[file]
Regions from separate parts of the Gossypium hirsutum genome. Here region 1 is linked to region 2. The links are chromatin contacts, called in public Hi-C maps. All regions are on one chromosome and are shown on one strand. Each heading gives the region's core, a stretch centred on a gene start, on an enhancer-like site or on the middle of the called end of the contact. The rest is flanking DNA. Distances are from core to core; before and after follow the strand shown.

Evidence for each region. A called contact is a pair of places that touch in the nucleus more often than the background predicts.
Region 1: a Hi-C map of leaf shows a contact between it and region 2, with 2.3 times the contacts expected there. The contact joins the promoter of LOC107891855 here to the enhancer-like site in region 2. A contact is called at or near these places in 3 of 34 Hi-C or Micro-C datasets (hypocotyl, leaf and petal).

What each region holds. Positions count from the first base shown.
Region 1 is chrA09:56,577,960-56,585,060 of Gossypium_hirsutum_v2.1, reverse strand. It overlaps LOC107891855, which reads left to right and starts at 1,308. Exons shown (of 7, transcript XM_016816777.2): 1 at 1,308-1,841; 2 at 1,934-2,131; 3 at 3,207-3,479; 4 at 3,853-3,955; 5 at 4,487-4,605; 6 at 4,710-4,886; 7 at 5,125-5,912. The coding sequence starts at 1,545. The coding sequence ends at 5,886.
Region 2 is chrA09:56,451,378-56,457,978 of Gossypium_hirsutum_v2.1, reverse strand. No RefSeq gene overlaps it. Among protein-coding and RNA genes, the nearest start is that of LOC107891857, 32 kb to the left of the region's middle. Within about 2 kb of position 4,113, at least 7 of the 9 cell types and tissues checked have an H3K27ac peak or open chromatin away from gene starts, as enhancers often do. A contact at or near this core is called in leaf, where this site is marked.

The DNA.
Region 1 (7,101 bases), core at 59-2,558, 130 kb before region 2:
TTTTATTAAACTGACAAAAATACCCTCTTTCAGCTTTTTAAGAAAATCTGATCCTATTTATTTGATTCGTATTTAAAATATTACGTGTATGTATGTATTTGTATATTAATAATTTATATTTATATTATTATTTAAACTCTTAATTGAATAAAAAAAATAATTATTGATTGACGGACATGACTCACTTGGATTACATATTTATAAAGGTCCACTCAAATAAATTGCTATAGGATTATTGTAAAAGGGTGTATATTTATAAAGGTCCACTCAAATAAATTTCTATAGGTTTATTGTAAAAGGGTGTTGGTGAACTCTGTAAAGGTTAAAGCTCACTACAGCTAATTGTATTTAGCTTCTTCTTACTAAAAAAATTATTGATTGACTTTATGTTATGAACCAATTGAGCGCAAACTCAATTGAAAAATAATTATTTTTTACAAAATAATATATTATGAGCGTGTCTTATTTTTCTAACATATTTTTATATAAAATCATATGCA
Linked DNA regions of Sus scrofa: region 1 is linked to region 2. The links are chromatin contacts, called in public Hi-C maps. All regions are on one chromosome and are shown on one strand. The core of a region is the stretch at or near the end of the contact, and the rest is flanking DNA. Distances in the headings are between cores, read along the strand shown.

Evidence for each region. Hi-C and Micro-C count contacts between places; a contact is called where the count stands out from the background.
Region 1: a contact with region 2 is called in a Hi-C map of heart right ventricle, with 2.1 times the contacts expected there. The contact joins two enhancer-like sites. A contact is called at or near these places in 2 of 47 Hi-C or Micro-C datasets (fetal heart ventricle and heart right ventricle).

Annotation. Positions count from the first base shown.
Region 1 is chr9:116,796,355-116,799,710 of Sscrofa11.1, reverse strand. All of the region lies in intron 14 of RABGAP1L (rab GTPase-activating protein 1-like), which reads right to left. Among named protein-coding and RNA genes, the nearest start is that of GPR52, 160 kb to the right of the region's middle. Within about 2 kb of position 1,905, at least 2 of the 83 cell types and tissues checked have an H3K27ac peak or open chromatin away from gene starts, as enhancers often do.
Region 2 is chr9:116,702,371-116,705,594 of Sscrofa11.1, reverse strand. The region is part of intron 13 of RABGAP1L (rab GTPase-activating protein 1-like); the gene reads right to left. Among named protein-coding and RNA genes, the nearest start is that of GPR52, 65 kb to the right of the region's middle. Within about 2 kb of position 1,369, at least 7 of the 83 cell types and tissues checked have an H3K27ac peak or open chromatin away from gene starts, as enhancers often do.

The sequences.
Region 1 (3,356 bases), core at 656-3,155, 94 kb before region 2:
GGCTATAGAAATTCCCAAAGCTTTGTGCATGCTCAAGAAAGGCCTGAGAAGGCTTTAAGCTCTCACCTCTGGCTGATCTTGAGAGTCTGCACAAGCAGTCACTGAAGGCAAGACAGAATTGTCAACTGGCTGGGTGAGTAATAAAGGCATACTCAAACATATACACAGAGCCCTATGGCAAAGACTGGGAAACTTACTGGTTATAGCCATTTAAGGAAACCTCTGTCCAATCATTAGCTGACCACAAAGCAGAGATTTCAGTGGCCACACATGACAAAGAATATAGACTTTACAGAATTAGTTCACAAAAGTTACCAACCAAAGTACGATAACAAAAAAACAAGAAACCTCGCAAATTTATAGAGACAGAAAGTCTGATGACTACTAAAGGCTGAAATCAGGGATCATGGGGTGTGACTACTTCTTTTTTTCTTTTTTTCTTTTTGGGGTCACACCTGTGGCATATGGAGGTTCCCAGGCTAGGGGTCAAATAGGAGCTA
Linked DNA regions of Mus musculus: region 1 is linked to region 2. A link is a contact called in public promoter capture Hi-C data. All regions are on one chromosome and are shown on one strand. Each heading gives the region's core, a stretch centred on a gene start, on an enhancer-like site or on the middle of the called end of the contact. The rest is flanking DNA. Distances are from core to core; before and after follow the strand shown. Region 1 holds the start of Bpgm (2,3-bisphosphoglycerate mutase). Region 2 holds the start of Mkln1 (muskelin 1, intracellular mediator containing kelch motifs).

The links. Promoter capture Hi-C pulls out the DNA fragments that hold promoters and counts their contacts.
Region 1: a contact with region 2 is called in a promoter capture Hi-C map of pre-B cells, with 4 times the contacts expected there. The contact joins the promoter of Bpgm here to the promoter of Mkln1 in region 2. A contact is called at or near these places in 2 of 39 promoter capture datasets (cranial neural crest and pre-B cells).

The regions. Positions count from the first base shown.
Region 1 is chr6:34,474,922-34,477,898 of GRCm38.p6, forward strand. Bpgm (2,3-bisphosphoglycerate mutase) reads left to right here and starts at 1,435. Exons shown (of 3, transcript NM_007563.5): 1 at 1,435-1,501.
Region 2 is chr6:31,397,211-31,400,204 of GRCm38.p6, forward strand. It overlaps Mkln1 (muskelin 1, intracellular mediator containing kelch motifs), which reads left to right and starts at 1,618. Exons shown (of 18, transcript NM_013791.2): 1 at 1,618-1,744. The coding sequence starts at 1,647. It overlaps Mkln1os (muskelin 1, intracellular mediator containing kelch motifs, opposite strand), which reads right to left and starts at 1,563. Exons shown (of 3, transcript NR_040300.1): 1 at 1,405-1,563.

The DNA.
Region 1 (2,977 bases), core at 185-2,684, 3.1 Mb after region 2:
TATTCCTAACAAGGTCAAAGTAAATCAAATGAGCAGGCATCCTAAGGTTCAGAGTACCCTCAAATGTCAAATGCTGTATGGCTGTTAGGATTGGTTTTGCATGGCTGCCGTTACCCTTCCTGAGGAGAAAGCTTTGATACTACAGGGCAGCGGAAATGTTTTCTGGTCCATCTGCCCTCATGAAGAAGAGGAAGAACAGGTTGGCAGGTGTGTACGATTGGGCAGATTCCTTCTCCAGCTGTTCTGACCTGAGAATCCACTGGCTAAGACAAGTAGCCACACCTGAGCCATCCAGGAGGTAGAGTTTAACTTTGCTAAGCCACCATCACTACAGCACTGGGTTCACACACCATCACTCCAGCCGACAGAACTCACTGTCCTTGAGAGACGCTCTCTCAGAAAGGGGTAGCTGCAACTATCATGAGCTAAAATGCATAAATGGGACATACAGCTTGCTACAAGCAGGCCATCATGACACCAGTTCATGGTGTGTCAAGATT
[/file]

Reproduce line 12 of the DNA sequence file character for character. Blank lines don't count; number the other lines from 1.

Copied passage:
Region 1: a contact with region 2 is called in a Hi-C map of heart right ventricle, with 2.1 times the contacts expected there. The contact joins two enhancer-like sites. A contact is called at or near these places in 2 of 47 Hi-C or Micro-C datasets (fetal heart ventricle and heart right ventricle).